Getting The Most From A Monitor

You'll spend a lot of time staring at that screen, so make sure it's easy on your eyes

Computers have progressed to the point that you can take one out of the box, hook it up, and be up and running in about 15 minutes, even if you know next to nothing about PCs. This is a very good thing. But there is one vital area of computing where what you don't know can really hurt you--the somewhat tricky business of getting the most out of your monitor. Before you even shop for computers, you'll want to learn a bit about the mysteries of displays.

The arcane lingo of monitor specifications is not a big help. Dot pitch, the distance between the tiny phosphor spots that make up the image on a TV-style monitor, is one indication of quality, and the smaller the better. But other factors, particularly how well the electron guns that create the image are aligned, make a big difference, and you have to trust your eyes or independent tests. For more technical information on choosing monitors, check out my buying guide at www.maven.businessweek. com./Maven/Help/Choose Monitor.htm.

PICK YOUR PIXELS. Once you have a monitor, you may still have to do some work to make it suit your needs. The key is understanding the relationship among monitor size, resolution, and pixels. A pixel, or picture element, is the basic building block of the screen. And unlike in photography, where resolution is synonymous with sharpness, resolution in computer displays just measures how many pixels are on the screen. Display choices under both Windows and Mac OS are 640x480 pixels, 800x600, or 1,024x768.

It's not hard to see that for any given screen size, the more pixels--or the higher resolution--you have, the smaller each element must be. Since most objects on the screen, particularly fonts and icons, are made up of a fixed number of pixels, pixel size dictates object size. On a typical 17-in. monitor, a standard Windows icon is about 1.2 in. high at 640x480. At 1,024x768, it shrinks to 0.75 in. On a 15-in. monitor, the icons shrink to 1 in. and 0.62 in., respectively. The higher the resolution, the more windows or the bigger the portion of your spreadsheet that you can show on the screen.

Getting the screen right is a matter of matching the resolution to the display size, your eyesight, and your preferences. Most people find 800x600 comfortable on a 15-in. monitor, but it may be a bit small on a 14-in. display. Seventeen-inchers do well at 800x600 or 1,024x768, and the higher resolution is comfortable on the new 19-in. monitors. To experiment with settings, open the Display control panel in Windows or the Monitors control panel on a Mac.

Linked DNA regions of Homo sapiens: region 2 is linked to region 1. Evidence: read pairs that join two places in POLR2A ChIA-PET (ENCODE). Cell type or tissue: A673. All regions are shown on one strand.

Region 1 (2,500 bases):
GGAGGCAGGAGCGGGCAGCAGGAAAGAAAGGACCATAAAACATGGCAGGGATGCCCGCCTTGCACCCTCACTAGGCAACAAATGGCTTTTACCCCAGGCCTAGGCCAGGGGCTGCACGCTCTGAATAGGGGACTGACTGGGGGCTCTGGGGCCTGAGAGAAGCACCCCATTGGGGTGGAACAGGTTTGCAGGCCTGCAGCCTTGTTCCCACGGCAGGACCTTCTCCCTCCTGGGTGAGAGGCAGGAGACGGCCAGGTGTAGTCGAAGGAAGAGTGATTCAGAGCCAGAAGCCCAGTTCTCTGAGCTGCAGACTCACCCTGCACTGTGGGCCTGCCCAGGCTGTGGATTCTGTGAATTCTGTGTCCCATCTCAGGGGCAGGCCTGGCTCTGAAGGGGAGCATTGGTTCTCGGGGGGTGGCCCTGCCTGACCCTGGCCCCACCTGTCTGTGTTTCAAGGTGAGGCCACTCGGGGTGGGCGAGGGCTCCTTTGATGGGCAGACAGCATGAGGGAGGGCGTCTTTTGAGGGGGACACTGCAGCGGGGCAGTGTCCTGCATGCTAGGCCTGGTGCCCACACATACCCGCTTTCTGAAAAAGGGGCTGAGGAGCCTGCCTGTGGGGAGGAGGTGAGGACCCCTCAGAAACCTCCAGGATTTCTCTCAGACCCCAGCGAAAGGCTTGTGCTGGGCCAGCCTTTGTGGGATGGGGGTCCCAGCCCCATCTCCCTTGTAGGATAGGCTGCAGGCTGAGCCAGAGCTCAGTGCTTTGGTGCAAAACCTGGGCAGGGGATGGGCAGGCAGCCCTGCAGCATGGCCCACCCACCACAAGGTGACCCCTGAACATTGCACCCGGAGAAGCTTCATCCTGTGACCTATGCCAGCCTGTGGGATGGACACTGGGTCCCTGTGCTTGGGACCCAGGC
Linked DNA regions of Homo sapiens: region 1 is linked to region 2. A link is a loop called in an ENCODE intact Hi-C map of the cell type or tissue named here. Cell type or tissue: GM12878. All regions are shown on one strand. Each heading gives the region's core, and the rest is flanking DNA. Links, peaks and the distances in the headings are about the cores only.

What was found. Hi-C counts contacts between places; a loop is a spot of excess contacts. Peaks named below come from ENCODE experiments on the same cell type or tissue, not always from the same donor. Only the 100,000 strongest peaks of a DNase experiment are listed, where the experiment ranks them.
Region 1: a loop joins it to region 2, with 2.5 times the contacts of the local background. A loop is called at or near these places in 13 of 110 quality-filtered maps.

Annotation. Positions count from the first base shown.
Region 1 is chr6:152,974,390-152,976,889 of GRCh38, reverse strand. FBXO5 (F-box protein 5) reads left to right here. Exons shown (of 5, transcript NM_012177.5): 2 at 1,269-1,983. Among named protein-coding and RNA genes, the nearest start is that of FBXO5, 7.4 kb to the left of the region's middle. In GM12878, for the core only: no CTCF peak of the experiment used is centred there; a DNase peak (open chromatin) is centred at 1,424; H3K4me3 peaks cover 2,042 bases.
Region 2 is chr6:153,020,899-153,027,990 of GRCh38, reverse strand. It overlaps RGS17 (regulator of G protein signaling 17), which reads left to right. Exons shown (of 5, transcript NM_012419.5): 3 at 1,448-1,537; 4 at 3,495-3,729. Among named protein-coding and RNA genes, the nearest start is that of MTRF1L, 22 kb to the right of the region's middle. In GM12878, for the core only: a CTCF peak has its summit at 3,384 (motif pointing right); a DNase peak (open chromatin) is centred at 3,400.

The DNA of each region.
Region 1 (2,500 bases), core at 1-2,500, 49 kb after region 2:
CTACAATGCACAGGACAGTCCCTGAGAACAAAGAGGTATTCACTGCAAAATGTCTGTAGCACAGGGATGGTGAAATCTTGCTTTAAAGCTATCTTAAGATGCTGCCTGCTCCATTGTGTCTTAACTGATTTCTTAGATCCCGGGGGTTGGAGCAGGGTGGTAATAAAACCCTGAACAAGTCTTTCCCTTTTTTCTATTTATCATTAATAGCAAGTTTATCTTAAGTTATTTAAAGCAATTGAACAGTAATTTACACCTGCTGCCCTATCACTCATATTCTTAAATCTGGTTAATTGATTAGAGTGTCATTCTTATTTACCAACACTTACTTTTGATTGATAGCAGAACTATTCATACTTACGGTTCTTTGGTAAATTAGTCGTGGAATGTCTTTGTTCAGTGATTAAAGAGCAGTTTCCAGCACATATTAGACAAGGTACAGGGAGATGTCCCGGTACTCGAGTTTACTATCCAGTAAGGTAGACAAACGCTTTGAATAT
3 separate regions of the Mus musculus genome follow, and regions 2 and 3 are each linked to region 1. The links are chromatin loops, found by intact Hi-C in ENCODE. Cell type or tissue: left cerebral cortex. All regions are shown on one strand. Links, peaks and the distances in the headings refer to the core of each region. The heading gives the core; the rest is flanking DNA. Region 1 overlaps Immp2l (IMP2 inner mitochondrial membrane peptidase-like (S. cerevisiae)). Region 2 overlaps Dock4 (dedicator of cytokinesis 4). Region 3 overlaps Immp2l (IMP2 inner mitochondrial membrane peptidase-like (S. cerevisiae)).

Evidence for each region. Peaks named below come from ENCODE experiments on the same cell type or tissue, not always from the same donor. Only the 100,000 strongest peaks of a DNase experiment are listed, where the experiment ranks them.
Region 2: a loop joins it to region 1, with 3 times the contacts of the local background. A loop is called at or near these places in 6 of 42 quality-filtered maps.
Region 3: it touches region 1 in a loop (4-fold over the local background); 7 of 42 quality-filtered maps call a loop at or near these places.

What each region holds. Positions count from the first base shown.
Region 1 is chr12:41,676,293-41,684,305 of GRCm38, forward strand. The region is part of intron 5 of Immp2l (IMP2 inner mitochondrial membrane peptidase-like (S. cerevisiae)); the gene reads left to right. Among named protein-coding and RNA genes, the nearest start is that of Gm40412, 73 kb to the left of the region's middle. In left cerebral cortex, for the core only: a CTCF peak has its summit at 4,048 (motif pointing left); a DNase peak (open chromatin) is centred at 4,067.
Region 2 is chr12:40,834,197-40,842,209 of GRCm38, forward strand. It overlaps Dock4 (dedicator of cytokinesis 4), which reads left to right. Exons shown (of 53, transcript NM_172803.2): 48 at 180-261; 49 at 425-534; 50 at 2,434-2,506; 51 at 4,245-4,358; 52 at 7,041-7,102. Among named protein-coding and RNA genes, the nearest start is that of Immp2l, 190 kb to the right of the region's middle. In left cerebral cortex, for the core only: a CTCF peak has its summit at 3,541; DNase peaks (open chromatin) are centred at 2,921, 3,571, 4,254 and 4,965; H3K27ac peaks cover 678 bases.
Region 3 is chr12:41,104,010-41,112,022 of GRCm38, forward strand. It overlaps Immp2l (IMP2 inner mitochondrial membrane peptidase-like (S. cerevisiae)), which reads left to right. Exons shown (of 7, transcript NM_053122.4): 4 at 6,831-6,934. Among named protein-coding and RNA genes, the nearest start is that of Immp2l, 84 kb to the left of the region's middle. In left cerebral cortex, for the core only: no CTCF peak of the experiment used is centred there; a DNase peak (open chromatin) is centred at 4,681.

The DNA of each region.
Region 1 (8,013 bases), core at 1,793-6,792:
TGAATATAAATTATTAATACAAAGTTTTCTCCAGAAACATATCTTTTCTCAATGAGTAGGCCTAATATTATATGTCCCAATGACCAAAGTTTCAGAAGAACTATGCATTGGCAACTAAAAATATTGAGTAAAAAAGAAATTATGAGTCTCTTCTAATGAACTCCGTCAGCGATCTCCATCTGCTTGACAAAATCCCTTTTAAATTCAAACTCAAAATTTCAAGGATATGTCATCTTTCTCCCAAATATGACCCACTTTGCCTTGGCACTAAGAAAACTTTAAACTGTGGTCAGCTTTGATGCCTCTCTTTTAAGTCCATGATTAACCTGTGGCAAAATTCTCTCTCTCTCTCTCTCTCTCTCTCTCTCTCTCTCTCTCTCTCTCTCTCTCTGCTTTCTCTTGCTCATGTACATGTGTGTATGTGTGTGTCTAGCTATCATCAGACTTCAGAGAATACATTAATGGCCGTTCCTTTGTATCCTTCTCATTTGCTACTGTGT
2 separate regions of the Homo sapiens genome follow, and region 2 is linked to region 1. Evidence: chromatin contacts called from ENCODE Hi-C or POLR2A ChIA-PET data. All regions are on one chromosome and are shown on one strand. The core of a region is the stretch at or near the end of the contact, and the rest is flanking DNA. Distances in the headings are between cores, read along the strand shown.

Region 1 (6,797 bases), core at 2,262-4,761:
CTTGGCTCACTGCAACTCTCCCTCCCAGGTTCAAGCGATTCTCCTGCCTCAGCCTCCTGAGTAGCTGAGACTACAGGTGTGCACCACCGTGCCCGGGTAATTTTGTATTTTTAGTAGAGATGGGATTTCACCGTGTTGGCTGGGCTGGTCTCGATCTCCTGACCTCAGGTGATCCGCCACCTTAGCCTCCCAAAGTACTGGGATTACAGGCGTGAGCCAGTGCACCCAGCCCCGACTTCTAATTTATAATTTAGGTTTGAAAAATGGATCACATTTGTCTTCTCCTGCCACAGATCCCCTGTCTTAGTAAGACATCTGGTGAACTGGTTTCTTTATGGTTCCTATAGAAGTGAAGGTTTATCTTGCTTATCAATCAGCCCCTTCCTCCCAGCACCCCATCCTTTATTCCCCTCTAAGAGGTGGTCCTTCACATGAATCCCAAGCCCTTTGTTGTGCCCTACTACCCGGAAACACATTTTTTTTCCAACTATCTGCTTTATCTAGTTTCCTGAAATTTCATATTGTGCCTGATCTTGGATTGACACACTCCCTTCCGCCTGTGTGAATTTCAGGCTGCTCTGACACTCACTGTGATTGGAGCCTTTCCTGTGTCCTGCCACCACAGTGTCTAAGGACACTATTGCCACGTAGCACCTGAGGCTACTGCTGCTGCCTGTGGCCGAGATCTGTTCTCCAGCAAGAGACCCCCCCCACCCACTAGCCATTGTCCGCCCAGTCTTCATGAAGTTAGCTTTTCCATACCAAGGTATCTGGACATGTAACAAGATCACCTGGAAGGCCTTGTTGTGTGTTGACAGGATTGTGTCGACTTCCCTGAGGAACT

There are a few tricks for fine-tuning the settings. For example, the Windows 95 display control panel offers several possibilities for the fonts used to label icons and windows--the choices available depend on your video adapter. Most programs allow you to adjust how they display text. In Microsoft Word, for example, I use 10-point type, but because it's a bit small on the screen, I use the zoom feature to display text at 125%.

The other component with a big effect on how your display looks is the video adapter. The video adapters built into new computers are generally adequate for most uses. One trap to watch out for is that makers of the least expensive PCs sometimes save a few bucks by including just 1 MB of video memory. Because of the relationship between color, number of pixels, and memory needs, 1 MB limits you to an inadequate 256 colors on a 1,024x768 display. You want 2 MB, and still more if you plan to play arcade-style games. Some low-end display adapters also produce grainy, unpleasant text at high resolutions.

If you want to upgrade an existing computer with a better display, changing the adapter is not difficult. You can get a good 4 MB display adapter board--the extra memory is used to improve 3D performance--from Diamond Multimedia, Matrox, Number Nine, and others for less than $200.

All of this advice assumes you have a desktop computer. With laptop computers, adjusting the display configuration is not really an option. Unlike with television-style monitors, the pixels on LCD screens stay at a fixed size. If you switch to a 640x480 display on a screen that's built for 800x600, you will just end up with a black border around your image. With such limited options, make sure you like the display before you buy. If you're buying by mail, make sure the company has a liberal return policy so you can send back the machine if you don't like it.

Most computer advertisements talk about processor speed and memory and disk size, but say little about the display. You're going to spend a lot of time looking at that display. Your eyes will be grateful if you take the time to get it right.

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